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By Shawn Raymundo
An age discrimination lawsuit recently filed against the city alleges that San Clemente officials “engaged in an illegal, systemic, and pervasive campaign to drive out the City’s older workers.”
Former city employee Margaret Hamer, who was hired in 2000 as a recreation specialist, claims that City Manager James Makshanoff and Assistant City Manager Erik Sund were behind a push to remove as many as 60 city workers through “discriminatory” practices.
“The City established a pattern of discriminating against and retaliating against older workers,” the lawsuit filed in Orange County’s Superior Court last month states, adding: “This fact is widely known and acknowledged throughout the City of San Clemente.”
Sund told San Clemente Times on Tuesday, Nov. 19, that the city doesn’t comment on personnel matters.
According to the lawsuit, Hamer, who claims to have been awarded numerous commendations and positive recognitions for her work with the city, was allegedly passed up for a promotion to be the city’s provision recreation manager in November 2016 “because of her age.”
After filing a formal report of age discrimination to Heather Lowe, the city’s human resource manager, Hamer charges that the city began to retaliate and discriminate against her. According to the suit, the city never launched a formal investigation to address Hamer’s complaint.
“Because of the ongoing discrimination and retaliation, (Hamer) had no other choice but to resign her employment immediately on October 25, 2018,” the lawsuit states.
Following her resignation from the city, Hamer filed an age discrimination complaint with the Department of Fair Employment and Housing, which, the lawsuit notes, issued her a Right to Sue.
This past January, Hamer also filed a government claim that was rejected a couple of months later—around the same time she had a filed a claim with the city’s Risk Management Office alleging age discrimination and retaliation. The city’s Finance and Administrative Services subsequently rejected Hamer’s claim, the lawsuit notes.
Hamer’s lawsuit also recalls another instance of alleged age discrimination that occurred prior to her resignation.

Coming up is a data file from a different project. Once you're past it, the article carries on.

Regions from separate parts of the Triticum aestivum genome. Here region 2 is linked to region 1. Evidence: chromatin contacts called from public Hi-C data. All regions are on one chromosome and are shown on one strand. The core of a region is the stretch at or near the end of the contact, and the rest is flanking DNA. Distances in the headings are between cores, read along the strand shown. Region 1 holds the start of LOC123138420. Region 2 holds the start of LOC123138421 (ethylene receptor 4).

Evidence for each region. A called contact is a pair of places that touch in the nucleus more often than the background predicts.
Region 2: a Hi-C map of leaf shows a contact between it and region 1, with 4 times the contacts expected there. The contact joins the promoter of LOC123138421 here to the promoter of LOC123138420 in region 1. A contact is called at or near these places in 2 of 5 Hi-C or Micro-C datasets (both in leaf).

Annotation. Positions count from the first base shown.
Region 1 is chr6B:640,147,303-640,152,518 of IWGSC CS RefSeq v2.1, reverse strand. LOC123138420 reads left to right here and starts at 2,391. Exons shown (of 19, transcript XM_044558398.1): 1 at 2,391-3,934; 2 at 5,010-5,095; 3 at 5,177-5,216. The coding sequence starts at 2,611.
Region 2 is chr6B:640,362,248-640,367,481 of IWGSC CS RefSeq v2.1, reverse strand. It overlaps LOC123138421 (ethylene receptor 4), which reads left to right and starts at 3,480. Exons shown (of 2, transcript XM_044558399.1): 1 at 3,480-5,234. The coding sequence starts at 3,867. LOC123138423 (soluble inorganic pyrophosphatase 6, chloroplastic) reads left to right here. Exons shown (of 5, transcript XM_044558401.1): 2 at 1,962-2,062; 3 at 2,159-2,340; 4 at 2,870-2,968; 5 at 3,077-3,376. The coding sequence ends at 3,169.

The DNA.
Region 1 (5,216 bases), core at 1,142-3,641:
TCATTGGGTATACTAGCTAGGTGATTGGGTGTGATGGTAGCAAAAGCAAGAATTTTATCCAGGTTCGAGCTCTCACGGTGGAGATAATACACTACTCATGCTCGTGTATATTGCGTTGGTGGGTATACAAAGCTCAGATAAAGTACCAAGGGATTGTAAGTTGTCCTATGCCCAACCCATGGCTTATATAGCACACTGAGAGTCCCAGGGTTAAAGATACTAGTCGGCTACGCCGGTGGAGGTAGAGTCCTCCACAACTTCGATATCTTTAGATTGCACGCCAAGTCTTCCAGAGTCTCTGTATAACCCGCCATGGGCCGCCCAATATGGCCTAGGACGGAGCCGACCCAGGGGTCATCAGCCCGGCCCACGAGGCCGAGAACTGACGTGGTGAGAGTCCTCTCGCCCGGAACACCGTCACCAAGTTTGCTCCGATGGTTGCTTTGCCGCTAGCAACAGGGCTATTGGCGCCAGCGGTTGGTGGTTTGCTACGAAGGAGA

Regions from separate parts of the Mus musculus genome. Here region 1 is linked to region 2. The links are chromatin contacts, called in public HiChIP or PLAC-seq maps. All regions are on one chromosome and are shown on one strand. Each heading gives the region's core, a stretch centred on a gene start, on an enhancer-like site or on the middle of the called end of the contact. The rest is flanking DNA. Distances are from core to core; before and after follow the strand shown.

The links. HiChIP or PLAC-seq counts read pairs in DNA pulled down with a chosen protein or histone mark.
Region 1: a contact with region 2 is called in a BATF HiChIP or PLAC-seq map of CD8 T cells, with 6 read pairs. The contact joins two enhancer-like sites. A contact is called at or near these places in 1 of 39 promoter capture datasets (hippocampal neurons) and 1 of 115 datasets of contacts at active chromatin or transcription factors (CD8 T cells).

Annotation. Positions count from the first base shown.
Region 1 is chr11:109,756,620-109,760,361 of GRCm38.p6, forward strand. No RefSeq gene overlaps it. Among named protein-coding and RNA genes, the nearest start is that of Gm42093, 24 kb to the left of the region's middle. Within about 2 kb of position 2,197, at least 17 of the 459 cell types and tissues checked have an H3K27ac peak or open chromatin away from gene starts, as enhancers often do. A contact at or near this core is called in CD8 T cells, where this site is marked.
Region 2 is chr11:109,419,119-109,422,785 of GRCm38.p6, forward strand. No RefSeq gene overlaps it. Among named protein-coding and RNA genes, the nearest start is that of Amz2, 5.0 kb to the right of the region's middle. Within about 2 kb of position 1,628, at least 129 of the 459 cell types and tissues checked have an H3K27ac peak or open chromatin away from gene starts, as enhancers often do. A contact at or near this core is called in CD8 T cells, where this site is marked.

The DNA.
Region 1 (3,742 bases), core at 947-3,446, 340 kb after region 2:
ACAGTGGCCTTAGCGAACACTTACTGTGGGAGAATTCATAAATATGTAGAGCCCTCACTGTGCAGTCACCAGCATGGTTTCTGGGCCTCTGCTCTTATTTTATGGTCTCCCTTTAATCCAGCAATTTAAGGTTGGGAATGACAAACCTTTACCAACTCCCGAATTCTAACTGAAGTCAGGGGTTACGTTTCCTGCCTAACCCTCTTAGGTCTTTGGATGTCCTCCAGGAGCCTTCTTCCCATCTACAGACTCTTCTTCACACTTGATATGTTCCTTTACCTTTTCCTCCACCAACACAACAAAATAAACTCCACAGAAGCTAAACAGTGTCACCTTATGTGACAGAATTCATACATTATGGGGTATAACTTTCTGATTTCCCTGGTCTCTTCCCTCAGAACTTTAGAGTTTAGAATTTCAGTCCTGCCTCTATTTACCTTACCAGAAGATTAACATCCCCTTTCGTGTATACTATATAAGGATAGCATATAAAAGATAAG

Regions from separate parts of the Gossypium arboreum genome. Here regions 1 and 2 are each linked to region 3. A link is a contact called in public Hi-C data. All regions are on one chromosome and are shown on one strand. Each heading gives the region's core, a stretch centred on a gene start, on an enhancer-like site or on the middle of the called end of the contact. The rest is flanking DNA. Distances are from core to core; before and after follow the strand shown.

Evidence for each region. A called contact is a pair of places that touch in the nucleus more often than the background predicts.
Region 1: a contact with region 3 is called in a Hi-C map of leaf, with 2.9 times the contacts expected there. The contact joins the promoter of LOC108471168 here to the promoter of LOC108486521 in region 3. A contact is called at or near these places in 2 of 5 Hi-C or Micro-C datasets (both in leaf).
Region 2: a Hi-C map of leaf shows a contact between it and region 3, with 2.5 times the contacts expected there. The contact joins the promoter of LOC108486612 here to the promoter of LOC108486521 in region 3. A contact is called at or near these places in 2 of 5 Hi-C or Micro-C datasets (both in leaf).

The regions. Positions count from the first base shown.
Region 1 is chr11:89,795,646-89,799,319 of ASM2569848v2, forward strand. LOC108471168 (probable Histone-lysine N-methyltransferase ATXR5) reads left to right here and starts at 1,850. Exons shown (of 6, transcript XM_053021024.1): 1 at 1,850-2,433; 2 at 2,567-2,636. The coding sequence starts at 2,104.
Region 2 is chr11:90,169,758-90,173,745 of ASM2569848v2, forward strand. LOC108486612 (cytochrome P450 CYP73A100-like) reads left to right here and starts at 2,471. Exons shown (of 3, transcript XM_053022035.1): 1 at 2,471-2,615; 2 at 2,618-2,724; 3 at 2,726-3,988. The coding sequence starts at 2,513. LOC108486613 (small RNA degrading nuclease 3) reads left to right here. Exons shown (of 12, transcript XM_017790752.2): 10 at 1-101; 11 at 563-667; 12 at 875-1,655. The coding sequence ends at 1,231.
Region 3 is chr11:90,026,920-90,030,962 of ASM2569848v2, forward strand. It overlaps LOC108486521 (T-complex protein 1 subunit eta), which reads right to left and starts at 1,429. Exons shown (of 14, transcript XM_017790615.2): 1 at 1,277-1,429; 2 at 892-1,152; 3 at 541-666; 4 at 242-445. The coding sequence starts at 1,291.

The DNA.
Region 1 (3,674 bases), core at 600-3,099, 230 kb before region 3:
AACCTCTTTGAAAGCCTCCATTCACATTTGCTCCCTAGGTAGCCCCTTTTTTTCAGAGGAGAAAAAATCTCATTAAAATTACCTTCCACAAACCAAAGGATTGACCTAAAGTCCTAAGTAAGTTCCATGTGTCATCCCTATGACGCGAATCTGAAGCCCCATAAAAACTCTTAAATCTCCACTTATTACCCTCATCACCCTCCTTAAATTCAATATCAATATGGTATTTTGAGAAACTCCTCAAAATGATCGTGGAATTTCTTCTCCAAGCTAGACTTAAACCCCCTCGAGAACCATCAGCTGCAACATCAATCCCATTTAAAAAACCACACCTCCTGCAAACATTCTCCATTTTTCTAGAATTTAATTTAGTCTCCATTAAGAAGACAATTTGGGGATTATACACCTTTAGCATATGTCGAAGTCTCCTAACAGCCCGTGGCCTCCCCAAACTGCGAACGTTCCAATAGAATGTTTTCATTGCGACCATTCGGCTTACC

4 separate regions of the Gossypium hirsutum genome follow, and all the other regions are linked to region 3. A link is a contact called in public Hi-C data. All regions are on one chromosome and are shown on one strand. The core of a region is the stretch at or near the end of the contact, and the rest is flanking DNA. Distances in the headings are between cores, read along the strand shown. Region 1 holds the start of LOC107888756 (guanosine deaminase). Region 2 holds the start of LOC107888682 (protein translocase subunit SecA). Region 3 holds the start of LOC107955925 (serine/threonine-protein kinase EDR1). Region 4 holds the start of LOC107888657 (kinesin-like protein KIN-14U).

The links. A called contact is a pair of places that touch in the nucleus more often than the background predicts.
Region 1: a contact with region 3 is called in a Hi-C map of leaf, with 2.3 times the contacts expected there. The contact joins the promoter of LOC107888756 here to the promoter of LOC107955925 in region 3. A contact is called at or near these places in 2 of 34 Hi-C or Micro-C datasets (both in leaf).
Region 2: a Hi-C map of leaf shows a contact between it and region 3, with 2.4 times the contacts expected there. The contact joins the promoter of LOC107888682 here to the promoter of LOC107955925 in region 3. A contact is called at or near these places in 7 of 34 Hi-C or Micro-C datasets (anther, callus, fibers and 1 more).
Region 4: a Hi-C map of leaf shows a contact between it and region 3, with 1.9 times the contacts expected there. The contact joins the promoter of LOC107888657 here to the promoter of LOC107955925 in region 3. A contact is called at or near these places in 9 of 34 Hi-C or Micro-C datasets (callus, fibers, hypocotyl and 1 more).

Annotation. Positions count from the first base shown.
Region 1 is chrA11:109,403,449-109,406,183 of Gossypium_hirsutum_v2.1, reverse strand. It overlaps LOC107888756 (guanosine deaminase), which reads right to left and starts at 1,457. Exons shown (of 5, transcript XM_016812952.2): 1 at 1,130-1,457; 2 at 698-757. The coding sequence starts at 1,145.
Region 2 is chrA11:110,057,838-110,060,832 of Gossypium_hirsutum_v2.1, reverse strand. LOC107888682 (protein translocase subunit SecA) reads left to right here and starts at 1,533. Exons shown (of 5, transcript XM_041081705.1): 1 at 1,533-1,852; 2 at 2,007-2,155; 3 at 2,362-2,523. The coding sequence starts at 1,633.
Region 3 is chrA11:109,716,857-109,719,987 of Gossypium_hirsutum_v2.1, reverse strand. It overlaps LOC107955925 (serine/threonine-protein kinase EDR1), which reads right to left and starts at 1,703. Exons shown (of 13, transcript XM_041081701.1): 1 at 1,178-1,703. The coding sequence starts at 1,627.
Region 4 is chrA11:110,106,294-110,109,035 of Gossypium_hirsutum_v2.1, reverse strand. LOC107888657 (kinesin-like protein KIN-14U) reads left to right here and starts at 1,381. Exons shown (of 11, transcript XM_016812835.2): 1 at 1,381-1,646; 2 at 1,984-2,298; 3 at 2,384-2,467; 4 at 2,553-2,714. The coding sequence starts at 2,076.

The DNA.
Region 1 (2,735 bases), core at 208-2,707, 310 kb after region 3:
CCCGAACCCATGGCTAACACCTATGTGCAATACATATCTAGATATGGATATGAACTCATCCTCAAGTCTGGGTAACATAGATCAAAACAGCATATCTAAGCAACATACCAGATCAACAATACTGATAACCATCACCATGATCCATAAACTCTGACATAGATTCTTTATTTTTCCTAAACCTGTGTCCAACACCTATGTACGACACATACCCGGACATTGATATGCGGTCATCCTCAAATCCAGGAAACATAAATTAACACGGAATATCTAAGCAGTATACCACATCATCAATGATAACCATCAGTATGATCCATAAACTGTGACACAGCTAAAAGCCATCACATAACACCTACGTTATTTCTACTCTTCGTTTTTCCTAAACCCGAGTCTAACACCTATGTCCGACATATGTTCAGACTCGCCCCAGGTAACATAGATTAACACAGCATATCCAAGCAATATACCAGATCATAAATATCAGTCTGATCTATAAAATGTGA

In October 2018, the recreation division manager was set to go on maternity leave. Rather than hire an existing employee such has Hamer or “other qualified, but older, employees,” to fill the role, the city told staff during a monthly recreation department meeting that it would instead make an outside hire, according to the lawsuit.
“The clear and undeniable message was that older workers such as (Hamer) had no future with the city even though they had the experience, knowledge and ability to continue to serve people of the City,” the lawsuit states.
Hamer’s complaint also cites her resignation letter, dated Oct. 18, 2018, when she wrote, “I must resign from the job I once loved due to the ongoing discrimination, harassment, and retaliation I have endured by management over the past two to three years.”
According to the lawsuit, the former city employee “has suffered, and continues to suffer, substantial losses in past and future earnings, bonuses, deferred compensation and other employment benefits.”
Hamer is seeking restitution from the city for her lost earnings, as well as for other damages and attorney’s fees, the lawsuit states. The amount of such payment would be “determined according to proof at trial.”
Shawn Raymundo is the city editor for the San Clemente Times. He graduated from Arizona State University with a bachelor’s degree in Global Studies. Before joining Picket Fence Media, he worked as the government accountability reporter for the Pacific Daily News in the U.S. territory of Guam. Follow him on Twitter @ShawnzyTsunami and follow San Clemente Times @SCTimesNews.